Bime launches easy-to-use front-end for Google BigQuery

Everybody wants big data, but nobody wants to muck around in SQL queries. And while Hadoop is a hot topic, most people have no clue what it really does, let alone have the skill to use it.

That’s where business intelligence tools like Bime come in. Bime, which just launched version 4.0 of its browser-based data mining and data visualization tool, promises to make diving into enormous databases as pleasant as taking a swim in a cool city pool.

Well, almost. You still have to understand a little about database fields and pivot tables, but in a demo I saw yesterday, Bime was remarkably simple — and fast — at turning a database with more than 400 million rows into pretty bar charts, pie charts, and network visualizations. Essentially, it’s a more user-friendly front end for whatever gigantic databases you already have, and it’s one that marketing managers and sales executives can use, without a lot of handholding from the IT department’s database gurus.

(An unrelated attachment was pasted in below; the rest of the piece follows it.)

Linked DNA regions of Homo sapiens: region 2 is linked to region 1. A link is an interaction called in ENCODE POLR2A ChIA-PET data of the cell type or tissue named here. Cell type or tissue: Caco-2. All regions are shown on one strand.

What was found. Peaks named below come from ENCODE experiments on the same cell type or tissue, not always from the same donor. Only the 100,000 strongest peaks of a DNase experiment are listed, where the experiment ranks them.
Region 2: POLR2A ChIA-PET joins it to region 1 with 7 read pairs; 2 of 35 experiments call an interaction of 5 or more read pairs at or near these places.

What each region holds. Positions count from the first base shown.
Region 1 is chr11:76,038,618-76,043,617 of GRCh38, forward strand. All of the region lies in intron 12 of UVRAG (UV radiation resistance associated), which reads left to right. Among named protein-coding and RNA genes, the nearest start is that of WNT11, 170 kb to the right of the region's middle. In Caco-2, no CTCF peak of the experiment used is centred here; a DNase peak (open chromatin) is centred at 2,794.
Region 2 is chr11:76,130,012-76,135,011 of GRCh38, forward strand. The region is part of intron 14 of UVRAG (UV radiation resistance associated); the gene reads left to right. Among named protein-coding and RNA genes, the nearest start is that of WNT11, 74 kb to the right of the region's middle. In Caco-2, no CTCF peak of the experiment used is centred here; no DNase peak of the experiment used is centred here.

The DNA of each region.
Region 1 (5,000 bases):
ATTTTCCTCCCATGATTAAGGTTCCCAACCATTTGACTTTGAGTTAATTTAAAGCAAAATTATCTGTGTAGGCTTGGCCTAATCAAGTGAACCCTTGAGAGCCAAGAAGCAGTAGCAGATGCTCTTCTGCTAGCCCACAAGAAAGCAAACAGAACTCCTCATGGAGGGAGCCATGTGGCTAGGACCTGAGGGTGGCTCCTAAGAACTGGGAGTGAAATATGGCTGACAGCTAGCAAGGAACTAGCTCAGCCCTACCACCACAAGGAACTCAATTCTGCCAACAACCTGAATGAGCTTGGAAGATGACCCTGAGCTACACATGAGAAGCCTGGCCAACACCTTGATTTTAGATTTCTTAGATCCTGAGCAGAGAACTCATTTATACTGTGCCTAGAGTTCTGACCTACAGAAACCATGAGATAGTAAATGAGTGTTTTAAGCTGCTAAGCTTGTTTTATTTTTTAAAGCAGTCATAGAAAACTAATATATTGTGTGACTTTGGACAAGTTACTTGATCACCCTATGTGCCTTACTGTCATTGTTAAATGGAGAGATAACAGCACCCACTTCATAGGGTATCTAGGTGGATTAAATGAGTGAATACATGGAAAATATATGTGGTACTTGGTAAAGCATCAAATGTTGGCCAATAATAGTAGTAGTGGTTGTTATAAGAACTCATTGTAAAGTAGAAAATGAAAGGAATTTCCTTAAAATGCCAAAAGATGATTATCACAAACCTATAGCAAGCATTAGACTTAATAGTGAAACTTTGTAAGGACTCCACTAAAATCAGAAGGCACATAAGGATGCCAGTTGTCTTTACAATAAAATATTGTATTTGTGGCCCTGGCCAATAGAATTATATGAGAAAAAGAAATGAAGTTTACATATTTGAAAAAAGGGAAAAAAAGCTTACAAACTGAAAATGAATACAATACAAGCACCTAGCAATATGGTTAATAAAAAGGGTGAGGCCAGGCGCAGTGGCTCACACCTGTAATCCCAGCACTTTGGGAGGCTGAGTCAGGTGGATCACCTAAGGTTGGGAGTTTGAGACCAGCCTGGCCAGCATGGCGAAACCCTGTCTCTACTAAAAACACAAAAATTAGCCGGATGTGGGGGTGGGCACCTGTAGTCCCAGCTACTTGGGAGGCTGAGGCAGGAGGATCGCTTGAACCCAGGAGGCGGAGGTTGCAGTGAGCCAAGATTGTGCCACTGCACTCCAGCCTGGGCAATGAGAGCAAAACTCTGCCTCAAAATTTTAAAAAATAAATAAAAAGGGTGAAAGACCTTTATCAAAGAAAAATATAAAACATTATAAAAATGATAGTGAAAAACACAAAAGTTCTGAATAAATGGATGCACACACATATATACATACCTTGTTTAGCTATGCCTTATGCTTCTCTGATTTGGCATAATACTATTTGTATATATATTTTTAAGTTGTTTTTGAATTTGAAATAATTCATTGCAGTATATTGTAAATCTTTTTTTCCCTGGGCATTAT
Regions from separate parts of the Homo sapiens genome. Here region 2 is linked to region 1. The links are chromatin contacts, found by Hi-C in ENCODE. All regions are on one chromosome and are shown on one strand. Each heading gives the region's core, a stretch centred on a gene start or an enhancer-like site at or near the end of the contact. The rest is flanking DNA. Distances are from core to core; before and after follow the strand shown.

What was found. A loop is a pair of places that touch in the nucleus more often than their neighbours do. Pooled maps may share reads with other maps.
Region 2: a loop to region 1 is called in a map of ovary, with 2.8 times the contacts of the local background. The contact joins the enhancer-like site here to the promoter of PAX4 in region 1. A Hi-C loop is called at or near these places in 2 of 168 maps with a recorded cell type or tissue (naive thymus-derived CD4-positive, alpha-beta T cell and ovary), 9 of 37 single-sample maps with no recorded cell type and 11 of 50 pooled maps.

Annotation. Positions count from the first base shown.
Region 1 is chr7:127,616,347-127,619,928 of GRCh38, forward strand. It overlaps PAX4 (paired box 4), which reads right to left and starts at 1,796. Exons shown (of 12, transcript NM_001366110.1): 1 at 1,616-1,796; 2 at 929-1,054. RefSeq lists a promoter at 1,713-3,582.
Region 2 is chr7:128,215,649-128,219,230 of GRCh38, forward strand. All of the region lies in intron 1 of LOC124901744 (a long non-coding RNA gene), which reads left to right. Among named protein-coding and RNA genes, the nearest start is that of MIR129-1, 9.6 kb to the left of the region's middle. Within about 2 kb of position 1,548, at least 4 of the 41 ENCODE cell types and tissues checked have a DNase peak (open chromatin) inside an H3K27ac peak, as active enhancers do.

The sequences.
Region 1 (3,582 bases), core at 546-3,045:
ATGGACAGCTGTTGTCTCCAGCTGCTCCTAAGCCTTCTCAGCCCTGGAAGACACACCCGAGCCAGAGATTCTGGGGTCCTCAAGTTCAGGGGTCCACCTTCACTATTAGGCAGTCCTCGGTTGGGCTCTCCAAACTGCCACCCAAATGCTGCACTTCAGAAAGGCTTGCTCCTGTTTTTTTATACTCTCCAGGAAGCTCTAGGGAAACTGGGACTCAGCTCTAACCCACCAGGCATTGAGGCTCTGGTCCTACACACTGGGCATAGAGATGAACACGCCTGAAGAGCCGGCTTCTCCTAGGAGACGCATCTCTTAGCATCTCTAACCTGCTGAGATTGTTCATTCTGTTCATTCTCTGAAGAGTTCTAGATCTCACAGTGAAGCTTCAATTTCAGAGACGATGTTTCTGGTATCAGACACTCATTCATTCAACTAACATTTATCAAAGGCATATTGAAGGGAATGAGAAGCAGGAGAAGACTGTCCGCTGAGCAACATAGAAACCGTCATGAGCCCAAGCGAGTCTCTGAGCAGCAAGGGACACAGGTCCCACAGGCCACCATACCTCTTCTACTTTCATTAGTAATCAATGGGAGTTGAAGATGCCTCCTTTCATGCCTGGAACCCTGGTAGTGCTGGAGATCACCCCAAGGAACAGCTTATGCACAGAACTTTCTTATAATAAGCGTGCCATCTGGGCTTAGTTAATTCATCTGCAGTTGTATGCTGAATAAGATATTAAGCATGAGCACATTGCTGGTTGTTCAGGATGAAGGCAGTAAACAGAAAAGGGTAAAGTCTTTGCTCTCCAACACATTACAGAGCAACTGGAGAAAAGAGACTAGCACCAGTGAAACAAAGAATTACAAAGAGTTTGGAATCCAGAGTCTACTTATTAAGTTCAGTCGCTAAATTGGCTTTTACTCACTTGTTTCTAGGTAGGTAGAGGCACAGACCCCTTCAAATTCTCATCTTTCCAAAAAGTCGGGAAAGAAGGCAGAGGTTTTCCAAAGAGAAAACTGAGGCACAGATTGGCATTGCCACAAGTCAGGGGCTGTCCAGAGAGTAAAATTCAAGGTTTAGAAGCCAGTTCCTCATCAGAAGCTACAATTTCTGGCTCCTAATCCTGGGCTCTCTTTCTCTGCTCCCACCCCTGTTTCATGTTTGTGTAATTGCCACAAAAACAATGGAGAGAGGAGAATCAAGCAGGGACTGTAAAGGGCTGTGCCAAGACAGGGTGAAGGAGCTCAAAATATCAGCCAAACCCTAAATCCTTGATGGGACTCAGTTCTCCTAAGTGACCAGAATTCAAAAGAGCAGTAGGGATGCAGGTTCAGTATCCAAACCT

The data on the back end can come from, Google Apps, Google Analytics, and more traditional data repositories, such as MySQL, SQL Server, or Oracle.

Bime 4.0 adds support for Google BigQuery, a web service that lets you do queries against enormous data sets — databases with billions of records, for instance. The company also offers BimeDB, a hosted database that’s optimized for analytics, so companies can store their data with Bime as well as using it as the BI front-end.

Bime costs $60 to $240 per user, per month, depending on the options. For more details, check out this page of video demos that show what Bime does.

The company that makes Bime is called We Are Cloud, although it’s changing its name to BIME (in all caps, though I refused to spell it that way) to match its leading product. We Are Cloud has 15 employees and is based in Montpellier, France. It has raised several small rounds from angel investors in the U.S. and Europe but has not disclosed the total amount of its funding. We Are Cloud debuted in the U.S. at Demo Fall 2011.